Just Ask the Expert: Is human IgG a viable treatment for IMHA?


Just Ask the Expert: Is human IgG a viable treatment for IMHA?

Oct 01, 2010

Dr. Byers welcomes critical care questions from veterinarians and veterinary technicians.
Click here to submit your question, or send an e-mail to
with the subject line "Critical care questions."

Please review the use of human IgG in the treatment of immune-mediated hemolytic anemia (IMHA) in veterinary patients.

Fred L. Metzger Jr., DVM, DABVP
Metzger Animal Hospital
State College, Pa.

Christopher G. Byers, DVM, DACVECC, DACVIM
Intravenous immunoglobulin (IVIg) therapy has been used in a variety of autoimmune disorders in people for more than two decades. Comparatively, the use of IVIg in veterinary species is rare.

IVIg is a preparation of fractionated immunoglobulins, mostly intact IgG, harvested from pooled human plasma; it also contains trace amounts of IgA; soluble CD4, CD8, and human leukocyte antigen molecules; as well as certain cytokines. After infusion, the half-life of IVIg in dogs is reportedly seven to nine days, but no definitive pharmacokinetic or pharmacodynamic research is available to my knowledge.

The mechanisms of action of IVIG are complex and not entirely understood. They include1,2

1. Inhibiting pathologic autoantibodies via anti-idiotypic antibodies

2. Transiently blocking the function of Fc gamma receptors on phagocytes

3. Modulating complement activation to divert complement away from target tissues to reduce damage

4. Interfering with superantigen activation of cytotoxic T cells.

IVIg has been used to treat several disorders in dogs and cats, but the most experience involves the treatment of idiopathic IMHA in dogs. Specific findings from studies include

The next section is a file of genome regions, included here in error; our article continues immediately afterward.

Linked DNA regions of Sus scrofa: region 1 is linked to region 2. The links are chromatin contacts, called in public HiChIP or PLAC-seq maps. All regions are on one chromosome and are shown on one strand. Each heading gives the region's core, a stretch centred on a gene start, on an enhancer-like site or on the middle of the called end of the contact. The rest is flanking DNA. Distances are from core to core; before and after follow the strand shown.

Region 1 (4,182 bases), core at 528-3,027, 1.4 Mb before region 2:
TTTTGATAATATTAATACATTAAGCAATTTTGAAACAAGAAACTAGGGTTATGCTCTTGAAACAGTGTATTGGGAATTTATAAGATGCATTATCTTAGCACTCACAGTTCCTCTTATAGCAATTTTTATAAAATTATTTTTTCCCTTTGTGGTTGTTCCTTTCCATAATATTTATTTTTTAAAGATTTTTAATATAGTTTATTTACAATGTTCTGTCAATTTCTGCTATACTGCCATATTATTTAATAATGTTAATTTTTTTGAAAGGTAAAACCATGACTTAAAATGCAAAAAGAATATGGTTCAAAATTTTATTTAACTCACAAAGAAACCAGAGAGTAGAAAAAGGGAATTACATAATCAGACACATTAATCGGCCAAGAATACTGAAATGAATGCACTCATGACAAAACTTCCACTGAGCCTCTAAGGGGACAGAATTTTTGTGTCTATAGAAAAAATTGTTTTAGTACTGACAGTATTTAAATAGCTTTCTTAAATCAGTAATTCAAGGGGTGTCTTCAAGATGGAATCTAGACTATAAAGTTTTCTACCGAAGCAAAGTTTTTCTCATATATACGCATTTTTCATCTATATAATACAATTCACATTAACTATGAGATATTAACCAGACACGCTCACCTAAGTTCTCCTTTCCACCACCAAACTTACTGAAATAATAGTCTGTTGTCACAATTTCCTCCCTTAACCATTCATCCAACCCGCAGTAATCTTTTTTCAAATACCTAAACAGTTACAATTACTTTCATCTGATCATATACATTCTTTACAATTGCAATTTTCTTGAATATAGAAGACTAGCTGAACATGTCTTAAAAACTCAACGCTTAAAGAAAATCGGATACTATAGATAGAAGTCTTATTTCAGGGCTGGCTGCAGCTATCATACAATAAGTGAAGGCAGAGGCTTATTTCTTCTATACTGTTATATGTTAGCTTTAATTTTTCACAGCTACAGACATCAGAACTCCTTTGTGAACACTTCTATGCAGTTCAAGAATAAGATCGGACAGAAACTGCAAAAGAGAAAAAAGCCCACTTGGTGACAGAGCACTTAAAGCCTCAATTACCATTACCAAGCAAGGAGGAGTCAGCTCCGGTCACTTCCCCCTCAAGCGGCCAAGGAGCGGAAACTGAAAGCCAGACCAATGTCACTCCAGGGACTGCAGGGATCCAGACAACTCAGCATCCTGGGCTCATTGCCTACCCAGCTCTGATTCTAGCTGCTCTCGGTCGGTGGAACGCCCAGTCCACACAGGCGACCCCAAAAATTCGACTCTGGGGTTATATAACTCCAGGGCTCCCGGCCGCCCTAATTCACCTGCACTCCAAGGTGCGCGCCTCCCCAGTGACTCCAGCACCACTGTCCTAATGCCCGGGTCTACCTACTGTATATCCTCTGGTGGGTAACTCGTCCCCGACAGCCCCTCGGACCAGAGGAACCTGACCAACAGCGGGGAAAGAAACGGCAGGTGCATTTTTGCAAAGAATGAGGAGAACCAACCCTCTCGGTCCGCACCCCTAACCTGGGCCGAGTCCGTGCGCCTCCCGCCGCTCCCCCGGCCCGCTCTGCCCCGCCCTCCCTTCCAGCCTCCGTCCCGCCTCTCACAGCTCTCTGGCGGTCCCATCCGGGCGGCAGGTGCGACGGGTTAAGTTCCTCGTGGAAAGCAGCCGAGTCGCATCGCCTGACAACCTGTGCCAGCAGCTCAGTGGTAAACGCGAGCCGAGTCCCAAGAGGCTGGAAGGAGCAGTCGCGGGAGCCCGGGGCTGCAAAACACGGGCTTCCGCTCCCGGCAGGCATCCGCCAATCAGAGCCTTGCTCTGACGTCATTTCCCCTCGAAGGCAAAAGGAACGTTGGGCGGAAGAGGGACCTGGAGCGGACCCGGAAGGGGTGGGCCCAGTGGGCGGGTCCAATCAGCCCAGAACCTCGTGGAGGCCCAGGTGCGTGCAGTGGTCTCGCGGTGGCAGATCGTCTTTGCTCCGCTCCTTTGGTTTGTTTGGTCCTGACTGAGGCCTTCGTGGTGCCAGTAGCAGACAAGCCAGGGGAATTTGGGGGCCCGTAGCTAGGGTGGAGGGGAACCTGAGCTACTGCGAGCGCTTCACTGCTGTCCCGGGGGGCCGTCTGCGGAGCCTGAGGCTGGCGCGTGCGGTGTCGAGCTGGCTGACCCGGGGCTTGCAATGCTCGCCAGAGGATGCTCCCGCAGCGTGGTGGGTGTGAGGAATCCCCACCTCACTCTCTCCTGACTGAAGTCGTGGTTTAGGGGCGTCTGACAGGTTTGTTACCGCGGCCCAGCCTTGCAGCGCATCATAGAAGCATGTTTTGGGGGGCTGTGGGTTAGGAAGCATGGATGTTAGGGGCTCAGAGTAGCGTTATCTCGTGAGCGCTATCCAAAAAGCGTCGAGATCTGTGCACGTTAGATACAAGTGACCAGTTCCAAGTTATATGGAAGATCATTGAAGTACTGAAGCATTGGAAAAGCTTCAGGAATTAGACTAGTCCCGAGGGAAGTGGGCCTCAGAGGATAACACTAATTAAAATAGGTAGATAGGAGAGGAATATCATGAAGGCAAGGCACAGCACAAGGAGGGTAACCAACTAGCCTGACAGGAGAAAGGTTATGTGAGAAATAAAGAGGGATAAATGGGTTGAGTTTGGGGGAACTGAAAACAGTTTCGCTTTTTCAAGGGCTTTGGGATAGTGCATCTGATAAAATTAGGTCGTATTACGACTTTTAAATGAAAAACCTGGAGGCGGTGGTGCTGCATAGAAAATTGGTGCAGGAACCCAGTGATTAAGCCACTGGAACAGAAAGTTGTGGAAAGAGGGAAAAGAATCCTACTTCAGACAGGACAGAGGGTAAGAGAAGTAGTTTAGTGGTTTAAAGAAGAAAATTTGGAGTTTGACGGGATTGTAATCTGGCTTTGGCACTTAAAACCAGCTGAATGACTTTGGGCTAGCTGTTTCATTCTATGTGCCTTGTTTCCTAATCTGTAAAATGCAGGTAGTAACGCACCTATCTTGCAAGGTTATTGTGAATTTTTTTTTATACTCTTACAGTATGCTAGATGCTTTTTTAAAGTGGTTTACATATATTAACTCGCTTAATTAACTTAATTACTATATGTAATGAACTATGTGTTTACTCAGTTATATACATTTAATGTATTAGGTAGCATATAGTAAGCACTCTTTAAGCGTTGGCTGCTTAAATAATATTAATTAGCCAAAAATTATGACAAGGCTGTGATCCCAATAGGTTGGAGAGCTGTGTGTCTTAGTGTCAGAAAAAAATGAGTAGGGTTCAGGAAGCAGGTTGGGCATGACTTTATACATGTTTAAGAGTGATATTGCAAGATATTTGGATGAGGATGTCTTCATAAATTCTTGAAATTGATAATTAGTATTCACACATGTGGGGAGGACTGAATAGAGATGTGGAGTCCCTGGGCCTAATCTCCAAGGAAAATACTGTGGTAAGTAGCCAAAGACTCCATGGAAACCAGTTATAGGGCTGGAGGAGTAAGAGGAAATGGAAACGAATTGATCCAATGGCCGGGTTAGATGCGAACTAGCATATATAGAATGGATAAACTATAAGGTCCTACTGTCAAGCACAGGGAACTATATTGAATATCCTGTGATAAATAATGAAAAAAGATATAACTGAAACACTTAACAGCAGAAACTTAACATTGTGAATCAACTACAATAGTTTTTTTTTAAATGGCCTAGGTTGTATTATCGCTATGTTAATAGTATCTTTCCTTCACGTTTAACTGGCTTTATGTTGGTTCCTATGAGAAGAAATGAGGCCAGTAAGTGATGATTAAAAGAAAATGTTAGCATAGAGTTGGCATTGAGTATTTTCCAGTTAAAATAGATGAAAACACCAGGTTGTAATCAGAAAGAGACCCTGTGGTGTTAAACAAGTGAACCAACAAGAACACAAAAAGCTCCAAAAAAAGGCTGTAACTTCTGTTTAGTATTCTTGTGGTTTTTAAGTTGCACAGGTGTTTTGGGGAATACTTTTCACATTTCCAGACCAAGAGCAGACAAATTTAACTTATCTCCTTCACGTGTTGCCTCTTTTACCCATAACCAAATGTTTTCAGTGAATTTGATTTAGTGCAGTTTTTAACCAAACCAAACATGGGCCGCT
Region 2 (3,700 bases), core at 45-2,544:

• In eight dogs with IMHA in which a response to IVIg treatment could be evaluated, five dogs had a clinically meaningful response, as determined by a significant increase in the hematocrit and hemoglobin concentration from day 0 to day 28. There were no controls, and all animals in this study were receiving concurrent immunosuppressive therapy, so the effect of IVIg on survival could not be determined.3
  • In 13 of 37 dogs with IMHA, the response rate in the IVIg group was 85%, compared with 75% in the control group. As this was a nonrandomized study, this difference may have been a result of bias. The time to response after IVIg therapy ranged from 0.6 to 6 days.4
  • A prospective, randomized, double-blinded, controlled trial evaluated 28 dogs receiving glucocorticoid therapy and either IVIg or placebo for the initial management of IMHA. Of the 14 dogs treated with IVIg, 13 were discharged from the hospital and were alive two weeks later. Six dogs died or were euthanized within 40 days, but five were in remission five months later. However, there were no statistically significant differences in survival, length of hospitalization, lag time to hematocrit stabilization, or transfusion requirements between the two groups.5

IVIg has been used in dogs with nonregenerative anemia and myelofibrosis, thought to be immune-mediated in nature.6 IVIg has also been used in dogs with immune-mediated thrombocytopenia (ITP) and sudden acquired retinal degeneration.7-9 Additional case reports document the use of IVIg in the successful treatment of erythema multiforme in a cat,10 a drug-induced dermatologic reaction in a dog,11 pemphigus foliaceus in a dog,12 and epidermolysis bullosa acquisita in a dog.13